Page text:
Mosquitoes like climates with high humidity and rainfall. While a single raindrop can weigh 50 times as much as a mosquito, how can mosquitos fly and survive under what seems to be a devastating weather condition for them? Andrew Dickerson and co-workers at Georgia Institute of Technology examined the effects of falling raindrops on the flying mosquitoes using high-speed video capture and found that rain does no damage to flying mosquitoes. Upon impact with mosquitoes, the raindrops do not splash and scatter but they merely deform and hold together. This was calculated to be due to the small diameter and the velocity of the drop. On the other hand, given the relatively small mass of the mosquito, the drop does not significantly alter its speed. A partial hit on the mosquito by the falling drop causes the mosquito to rotate around its flight path. Mosquitoes were found to easily recover and resume their flight immediately after the impact. In the case of a direct hit by a raindrop, the mosquitoes were still able to literally separate themselves from the drop after traveling with the drop for a while without lethal damage and resume flight. The researchers further analyzed the impact force of the raindrops on the mosquitoes and found the direct impact to exert around 80 times the gravitational force. This is an extremely high force for larger organisms however, for mosquitoes with a very strong exoskeleton, this turned out to be a minor fraction of 1500 X g, which the researchers tested the mosquitoes and found them to be still able to fly! The outstanding resilience of such a small organism already inspired scientists to start designing very small robots that may serve as airborne search-and-rescue vehicles. But scientists are still very much limited by the basic factor of how small they can go.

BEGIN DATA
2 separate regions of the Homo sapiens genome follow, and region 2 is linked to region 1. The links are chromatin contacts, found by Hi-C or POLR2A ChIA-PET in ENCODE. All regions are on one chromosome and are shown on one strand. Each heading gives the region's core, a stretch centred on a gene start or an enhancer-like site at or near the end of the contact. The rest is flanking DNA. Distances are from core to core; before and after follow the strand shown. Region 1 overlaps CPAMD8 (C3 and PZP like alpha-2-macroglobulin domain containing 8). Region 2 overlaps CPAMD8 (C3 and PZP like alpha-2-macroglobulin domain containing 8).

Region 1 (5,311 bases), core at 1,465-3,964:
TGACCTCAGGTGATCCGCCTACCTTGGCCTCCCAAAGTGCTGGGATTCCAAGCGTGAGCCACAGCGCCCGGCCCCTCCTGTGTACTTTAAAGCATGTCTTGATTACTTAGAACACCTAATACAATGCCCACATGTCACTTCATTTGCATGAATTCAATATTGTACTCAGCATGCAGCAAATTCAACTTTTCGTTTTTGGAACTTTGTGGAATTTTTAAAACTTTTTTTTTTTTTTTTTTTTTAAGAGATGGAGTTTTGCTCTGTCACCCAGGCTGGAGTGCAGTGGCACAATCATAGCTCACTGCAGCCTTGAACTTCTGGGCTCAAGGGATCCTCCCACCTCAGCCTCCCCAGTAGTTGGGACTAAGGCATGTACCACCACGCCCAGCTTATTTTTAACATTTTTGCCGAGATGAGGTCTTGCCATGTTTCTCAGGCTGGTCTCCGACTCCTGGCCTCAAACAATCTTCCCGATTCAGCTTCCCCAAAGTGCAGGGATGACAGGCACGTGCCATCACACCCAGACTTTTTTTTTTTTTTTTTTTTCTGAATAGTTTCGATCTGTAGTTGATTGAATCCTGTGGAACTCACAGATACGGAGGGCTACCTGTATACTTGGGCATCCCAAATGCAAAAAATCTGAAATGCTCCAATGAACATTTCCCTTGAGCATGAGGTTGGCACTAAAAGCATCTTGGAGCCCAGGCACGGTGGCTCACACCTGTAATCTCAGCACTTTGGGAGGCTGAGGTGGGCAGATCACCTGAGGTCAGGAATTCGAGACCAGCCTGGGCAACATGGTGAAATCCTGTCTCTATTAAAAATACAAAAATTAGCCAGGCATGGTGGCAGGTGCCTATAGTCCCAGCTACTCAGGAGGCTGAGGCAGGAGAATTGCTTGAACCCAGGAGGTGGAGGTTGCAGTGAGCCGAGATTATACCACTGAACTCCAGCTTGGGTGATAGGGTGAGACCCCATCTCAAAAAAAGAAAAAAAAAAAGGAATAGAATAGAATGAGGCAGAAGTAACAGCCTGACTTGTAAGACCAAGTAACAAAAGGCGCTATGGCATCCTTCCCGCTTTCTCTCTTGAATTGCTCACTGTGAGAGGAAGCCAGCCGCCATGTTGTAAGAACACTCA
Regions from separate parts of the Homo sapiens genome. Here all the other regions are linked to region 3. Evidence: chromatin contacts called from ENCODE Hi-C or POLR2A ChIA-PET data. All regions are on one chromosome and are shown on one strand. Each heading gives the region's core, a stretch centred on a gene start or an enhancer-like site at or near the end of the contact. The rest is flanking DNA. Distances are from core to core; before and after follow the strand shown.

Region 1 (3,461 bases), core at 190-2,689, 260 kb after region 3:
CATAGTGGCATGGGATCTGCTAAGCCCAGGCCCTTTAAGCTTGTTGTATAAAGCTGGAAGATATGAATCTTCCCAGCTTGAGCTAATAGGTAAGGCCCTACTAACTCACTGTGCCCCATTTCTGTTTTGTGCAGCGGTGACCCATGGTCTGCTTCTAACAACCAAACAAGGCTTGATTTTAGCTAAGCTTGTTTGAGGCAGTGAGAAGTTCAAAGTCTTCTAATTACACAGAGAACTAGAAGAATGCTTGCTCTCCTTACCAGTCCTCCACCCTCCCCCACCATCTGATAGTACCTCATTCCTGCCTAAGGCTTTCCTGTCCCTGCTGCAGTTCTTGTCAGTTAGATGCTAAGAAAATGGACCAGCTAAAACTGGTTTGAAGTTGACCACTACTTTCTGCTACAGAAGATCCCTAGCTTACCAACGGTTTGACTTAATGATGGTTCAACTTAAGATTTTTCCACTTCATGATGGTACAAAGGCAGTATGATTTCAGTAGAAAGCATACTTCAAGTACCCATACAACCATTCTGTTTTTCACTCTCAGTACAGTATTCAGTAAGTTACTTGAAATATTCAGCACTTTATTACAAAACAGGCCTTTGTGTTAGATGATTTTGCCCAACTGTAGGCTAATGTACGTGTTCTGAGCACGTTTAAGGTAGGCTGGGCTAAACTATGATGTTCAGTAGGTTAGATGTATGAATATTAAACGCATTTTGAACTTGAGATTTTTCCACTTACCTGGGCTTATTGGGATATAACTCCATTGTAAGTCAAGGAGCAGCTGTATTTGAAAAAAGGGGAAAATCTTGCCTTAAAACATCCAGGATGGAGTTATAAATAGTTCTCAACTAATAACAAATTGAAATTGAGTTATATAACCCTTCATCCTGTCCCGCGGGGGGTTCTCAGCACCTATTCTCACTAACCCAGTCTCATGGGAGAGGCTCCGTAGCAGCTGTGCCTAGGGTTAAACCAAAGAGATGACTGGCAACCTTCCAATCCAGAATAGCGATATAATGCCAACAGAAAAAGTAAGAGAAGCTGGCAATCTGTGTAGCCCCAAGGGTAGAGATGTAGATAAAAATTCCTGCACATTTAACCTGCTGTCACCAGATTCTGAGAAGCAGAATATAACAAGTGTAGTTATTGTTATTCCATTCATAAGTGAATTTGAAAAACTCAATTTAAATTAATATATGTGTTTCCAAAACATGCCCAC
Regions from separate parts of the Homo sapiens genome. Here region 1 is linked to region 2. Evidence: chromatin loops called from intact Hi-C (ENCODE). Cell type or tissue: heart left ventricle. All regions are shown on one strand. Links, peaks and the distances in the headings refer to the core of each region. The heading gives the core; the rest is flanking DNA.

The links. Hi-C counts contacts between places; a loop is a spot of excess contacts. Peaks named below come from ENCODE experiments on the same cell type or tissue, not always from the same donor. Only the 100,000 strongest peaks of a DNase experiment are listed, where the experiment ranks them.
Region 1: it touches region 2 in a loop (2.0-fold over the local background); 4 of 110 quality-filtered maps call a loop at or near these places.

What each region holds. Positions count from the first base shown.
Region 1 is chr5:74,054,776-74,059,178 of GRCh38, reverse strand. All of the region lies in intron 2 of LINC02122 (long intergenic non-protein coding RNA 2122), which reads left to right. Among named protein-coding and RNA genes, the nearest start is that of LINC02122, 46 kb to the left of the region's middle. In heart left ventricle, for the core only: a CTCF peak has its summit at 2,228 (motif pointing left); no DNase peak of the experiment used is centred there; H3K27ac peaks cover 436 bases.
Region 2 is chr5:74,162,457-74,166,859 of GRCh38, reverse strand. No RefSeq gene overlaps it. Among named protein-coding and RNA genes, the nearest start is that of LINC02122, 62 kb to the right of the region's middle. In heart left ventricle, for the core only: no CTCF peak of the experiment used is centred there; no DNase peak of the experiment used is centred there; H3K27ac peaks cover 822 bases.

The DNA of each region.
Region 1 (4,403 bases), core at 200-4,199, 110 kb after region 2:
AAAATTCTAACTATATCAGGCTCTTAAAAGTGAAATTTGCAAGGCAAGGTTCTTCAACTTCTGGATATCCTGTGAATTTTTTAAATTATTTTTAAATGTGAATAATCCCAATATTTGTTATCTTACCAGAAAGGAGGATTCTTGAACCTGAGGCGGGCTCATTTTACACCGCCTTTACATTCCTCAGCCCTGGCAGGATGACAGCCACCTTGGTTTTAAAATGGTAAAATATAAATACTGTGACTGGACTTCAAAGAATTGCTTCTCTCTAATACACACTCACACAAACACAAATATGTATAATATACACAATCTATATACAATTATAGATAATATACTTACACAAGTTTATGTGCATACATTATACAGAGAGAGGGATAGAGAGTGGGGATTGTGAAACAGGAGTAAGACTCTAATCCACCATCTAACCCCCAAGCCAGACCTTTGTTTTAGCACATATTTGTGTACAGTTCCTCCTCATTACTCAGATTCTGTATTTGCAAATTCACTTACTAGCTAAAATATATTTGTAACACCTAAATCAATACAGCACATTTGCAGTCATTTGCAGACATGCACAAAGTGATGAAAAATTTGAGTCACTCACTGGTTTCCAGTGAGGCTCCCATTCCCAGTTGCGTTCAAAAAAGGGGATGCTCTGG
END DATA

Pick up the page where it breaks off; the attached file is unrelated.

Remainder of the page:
What exactly happened in AD 774?
Researchers in Nagoya University of Japan have recently discovered a cosmic mystery when they were analyzing the growth rings of two cedar trees that are as old as 1200 years. All trees are known to incorporate particles from the atmosphere during photosynthesis. Carbon-14 (C14), one of the exceptional elements in the atmosphere, is generally formed by massive solar flares or by supernovae and it is present in very low percentages. Interestingly, researchers found that the cedar tree ring produced during the growth season of AD 774 had about 1.2% more C14 than in the previous years, that is about 20-times more than the usual range of 0.05%. These results indicate that some cosmic event during AD 774 generated a major influx of radiation leading an excessive amount of C14. Only a massive supernova explosion might have been strong enough to create this much radiation. However, if this was a supernova, we should either be able to catch the traces with modern telescopes, or find historic documents reporting this extraordinary cosmic event. But, we simply have no record of anything unusual happening in our skies in that period. Alternatively, a massive solar flare might have created such a radiation. In fact, 13th-century English chronicler Roger of Wendover mentions a cosmic event that could possibly be a solar flare. However, a flare with that magnitude would have been the biggest solar flare ever recorded by our sun and probably would have destroyed the Earth's protective ozone layer leading to disastrous ecological consequences. Thus, the flare hypothesis seems also unlikely. By now, scientists are only positive that some very energetic event occurred in 774. But what exactly was it? Frankly, their guess is as good as ours.